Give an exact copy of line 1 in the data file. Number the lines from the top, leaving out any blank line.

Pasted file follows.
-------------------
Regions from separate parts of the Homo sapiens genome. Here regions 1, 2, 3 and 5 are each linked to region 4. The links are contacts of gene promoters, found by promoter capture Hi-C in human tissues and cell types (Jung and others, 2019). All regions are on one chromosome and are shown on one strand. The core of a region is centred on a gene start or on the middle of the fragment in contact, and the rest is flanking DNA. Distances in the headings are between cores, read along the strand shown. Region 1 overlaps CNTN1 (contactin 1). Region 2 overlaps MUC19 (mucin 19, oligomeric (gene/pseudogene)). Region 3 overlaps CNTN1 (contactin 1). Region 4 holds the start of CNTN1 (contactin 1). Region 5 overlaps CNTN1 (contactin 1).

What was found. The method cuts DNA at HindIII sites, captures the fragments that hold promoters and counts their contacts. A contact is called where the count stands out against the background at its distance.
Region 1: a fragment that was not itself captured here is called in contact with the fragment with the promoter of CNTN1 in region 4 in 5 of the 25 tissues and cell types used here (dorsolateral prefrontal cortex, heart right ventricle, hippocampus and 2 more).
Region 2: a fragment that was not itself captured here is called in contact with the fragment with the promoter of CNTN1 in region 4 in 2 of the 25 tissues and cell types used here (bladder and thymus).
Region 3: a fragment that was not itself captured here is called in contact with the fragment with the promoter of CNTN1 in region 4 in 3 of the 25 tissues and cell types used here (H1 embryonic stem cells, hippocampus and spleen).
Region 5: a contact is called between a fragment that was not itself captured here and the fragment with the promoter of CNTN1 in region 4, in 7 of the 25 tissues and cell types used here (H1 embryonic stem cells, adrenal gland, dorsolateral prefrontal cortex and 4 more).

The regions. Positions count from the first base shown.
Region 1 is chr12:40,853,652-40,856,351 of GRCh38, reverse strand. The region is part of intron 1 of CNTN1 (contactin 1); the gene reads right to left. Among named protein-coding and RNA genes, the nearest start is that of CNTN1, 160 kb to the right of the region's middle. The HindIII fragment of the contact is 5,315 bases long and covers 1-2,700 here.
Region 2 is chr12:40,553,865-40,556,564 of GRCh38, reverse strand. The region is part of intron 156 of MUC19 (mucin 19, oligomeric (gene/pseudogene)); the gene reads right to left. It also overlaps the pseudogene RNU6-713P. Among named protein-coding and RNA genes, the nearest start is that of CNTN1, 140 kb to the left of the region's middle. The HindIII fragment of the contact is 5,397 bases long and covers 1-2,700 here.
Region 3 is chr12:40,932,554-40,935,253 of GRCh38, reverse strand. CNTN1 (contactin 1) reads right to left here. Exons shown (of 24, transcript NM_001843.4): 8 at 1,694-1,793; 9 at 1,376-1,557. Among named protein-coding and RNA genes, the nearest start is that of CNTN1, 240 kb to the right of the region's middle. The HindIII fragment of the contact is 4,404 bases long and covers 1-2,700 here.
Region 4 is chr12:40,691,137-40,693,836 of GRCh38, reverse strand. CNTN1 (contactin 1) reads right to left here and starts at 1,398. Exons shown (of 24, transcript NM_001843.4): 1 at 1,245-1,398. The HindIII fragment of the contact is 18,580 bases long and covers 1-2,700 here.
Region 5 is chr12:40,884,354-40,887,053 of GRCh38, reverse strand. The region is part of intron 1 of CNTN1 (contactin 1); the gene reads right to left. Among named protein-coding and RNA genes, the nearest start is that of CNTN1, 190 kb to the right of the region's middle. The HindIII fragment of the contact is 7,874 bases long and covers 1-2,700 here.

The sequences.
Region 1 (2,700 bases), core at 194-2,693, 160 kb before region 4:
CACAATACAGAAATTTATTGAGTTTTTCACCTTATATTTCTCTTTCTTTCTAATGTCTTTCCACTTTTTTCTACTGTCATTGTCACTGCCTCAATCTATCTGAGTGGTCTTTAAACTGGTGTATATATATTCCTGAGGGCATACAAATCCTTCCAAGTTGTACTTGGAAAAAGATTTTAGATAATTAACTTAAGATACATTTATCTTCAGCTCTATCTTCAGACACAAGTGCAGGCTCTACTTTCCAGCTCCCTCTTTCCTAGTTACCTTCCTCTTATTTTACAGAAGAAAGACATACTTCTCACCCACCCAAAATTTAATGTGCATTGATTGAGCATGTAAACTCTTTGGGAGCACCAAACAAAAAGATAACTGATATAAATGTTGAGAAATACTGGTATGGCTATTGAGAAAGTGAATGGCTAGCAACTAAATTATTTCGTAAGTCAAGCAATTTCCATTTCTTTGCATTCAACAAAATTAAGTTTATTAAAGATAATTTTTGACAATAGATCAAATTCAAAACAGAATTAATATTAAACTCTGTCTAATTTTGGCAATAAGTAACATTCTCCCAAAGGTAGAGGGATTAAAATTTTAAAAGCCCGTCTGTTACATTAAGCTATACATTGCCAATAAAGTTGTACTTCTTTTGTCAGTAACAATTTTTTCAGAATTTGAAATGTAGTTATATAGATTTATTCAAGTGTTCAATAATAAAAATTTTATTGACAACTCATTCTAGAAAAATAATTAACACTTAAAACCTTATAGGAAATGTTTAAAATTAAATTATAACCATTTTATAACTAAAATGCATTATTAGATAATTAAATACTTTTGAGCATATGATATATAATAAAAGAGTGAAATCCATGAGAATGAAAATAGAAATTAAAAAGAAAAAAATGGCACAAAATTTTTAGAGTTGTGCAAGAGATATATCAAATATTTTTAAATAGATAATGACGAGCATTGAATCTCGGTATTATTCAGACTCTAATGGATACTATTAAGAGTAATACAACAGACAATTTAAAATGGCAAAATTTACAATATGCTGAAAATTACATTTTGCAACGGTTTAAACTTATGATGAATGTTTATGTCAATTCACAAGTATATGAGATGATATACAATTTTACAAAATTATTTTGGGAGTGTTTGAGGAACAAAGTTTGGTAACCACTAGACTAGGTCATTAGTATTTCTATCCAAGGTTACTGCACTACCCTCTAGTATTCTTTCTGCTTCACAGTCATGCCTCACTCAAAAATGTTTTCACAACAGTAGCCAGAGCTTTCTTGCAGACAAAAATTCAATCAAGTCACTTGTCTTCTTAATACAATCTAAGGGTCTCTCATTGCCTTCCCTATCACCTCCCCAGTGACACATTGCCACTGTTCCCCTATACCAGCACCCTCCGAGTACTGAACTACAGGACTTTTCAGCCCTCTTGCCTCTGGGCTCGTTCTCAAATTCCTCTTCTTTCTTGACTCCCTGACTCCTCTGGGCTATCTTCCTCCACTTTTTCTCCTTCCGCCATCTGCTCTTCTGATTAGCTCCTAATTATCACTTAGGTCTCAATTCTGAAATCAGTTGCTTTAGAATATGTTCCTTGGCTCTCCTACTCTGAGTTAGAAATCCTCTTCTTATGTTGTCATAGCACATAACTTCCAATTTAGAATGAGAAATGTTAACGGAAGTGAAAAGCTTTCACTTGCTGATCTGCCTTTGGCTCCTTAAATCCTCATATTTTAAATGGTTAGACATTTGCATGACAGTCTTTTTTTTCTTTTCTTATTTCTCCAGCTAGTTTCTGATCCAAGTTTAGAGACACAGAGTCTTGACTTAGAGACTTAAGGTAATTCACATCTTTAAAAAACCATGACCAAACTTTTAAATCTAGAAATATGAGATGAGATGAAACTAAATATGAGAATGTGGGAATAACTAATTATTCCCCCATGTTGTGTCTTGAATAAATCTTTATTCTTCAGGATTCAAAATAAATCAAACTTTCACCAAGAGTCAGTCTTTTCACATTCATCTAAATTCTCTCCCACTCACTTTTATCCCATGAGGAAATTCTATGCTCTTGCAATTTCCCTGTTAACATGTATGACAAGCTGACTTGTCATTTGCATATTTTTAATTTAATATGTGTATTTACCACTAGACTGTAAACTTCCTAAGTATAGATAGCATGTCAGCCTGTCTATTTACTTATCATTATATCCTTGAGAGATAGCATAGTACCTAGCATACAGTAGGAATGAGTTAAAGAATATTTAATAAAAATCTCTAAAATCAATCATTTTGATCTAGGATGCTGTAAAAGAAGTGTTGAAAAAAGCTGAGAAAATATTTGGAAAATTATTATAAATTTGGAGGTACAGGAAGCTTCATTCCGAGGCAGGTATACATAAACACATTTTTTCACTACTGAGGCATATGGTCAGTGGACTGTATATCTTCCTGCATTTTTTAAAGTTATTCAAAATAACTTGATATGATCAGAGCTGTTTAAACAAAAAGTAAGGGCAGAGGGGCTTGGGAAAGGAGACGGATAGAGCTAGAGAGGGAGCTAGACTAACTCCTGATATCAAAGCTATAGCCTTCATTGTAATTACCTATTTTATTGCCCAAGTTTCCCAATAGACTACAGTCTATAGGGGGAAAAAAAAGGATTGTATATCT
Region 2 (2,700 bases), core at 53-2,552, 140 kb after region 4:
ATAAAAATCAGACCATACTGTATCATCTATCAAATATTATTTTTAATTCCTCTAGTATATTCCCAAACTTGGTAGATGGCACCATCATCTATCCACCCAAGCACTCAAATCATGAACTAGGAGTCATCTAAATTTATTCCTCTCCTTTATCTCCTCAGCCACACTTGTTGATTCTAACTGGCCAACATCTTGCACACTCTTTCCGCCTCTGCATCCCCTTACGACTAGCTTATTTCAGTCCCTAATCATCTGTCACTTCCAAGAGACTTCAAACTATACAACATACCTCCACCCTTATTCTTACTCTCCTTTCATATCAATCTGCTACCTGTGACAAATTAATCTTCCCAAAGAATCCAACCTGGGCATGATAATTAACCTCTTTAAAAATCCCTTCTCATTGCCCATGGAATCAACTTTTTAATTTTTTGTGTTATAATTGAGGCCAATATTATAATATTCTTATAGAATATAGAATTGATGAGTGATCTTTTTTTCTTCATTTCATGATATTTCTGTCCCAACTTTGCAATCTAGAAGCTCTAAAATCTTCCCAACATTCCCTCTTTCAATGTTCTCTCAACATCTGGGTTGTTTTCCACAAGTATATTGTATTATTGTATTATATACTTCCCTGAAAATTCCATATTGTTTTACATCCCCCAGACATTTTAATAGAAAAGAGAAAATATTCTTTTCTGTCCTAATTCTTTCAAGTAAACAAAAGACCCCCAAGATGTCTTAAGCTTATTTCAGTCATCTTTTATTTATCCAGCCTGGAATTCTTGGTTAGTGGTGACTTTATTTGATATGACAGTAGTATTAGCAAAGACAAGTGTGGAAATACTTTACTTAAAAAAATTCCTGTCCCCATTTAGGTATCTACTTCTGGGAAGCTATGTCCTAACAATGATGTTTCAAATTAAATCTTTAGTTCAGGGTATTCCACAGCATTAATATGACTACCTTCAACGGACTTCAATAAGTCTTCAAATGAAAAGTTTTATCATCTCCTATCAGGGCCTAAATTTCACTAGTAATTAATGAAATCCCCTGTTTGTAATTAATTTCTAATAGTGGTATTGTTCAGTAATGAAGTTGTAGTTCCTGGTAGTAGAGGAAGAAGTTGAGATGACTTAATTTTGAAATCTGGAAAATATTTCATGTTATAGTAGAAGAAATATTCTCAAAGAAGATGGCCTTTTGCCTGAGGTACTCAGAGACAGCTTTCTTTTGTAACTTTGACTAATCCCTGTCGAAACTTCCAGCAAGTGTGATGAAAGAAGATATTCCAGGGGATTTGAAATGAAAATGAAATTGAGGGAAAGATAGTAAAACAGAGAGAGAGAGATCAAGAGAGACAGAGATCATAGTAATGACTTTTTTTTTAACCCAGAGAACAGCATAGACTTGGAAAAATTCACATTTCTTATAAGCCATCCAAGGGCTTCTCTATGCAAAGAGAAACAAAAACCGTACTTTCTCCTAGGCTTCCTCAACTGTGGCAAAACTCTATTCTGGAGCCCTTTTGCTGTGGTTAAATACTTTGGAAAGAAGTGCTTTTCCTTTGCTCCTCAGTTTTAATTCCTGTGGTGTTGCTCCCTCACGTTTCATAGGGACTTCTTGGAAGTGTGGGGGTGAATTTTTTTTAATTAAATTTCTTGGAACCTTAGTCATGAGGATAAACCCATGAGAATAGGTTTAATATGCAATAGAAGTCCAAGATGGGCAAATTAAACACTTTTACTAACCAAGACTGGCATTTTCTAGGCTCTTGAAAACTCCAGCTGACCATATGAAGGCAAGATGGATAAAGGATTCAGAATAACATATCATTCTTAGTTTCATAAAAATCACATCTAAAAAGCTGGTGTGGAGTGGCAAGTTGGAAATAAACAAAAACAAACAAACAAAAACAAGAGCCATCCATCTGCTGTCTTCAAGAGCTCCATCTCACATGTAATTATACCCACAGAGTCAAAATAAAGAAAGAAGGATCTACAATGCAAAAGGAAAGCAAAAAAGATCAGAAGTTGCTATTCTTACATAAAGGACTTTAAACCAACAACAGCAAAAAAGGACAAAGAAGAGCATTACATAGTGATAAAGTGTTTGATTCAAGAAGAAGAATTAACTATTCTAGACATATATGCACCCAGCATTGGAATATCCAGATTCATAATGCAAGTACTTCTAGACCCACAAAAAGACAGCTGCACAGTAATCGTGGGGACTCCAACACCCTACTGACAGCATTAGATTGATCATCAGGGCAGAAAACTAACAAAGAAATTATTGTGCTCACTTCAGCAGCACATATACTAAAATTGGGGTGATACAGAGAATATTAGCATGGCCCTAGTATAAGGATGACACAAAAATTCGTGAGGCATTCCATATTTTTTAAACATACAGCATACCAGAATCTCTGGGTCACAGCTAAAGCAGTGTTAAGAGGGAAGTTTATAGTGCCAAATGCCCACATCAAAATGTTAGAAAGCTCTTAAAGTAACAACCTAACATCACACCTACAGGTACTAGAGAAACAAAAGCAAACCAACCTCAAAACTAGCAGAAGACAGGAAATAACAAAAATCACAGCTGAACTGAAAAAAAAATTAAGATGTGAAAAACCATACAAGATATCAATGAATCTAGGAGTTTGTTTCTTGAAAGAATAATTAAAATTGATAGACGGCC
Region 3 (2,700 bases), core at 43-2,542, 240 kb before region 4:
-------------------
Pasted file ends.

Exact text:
Regions from separate parts of the Homo sapiens genome. Here regions 1, 2, 3 and 5 are each linked to region 4. The links are contacts of gene promoters, found by promoter capture Hi-C in human tissues and cell types (Jung and others, 2019). All regions are on one chromosome and are shown on one strand. The core of a region is centred on a gene start or on the middle of the fragment in contact, and the rest is flanking DNA. Distances in the headings are between cores, read along the strand shown. Region 1 overlaps CNTN1 (contactin 1). Region 2 overlaps MUC19 (mucin 19, oligomeric (gene/pseudogene)). Region 3 overlaps CNTN1 (contactin 1). Region 4 holds the start of CNTN1 (contactin 1). Region 5 overlaps CNTN1 (contactin 1).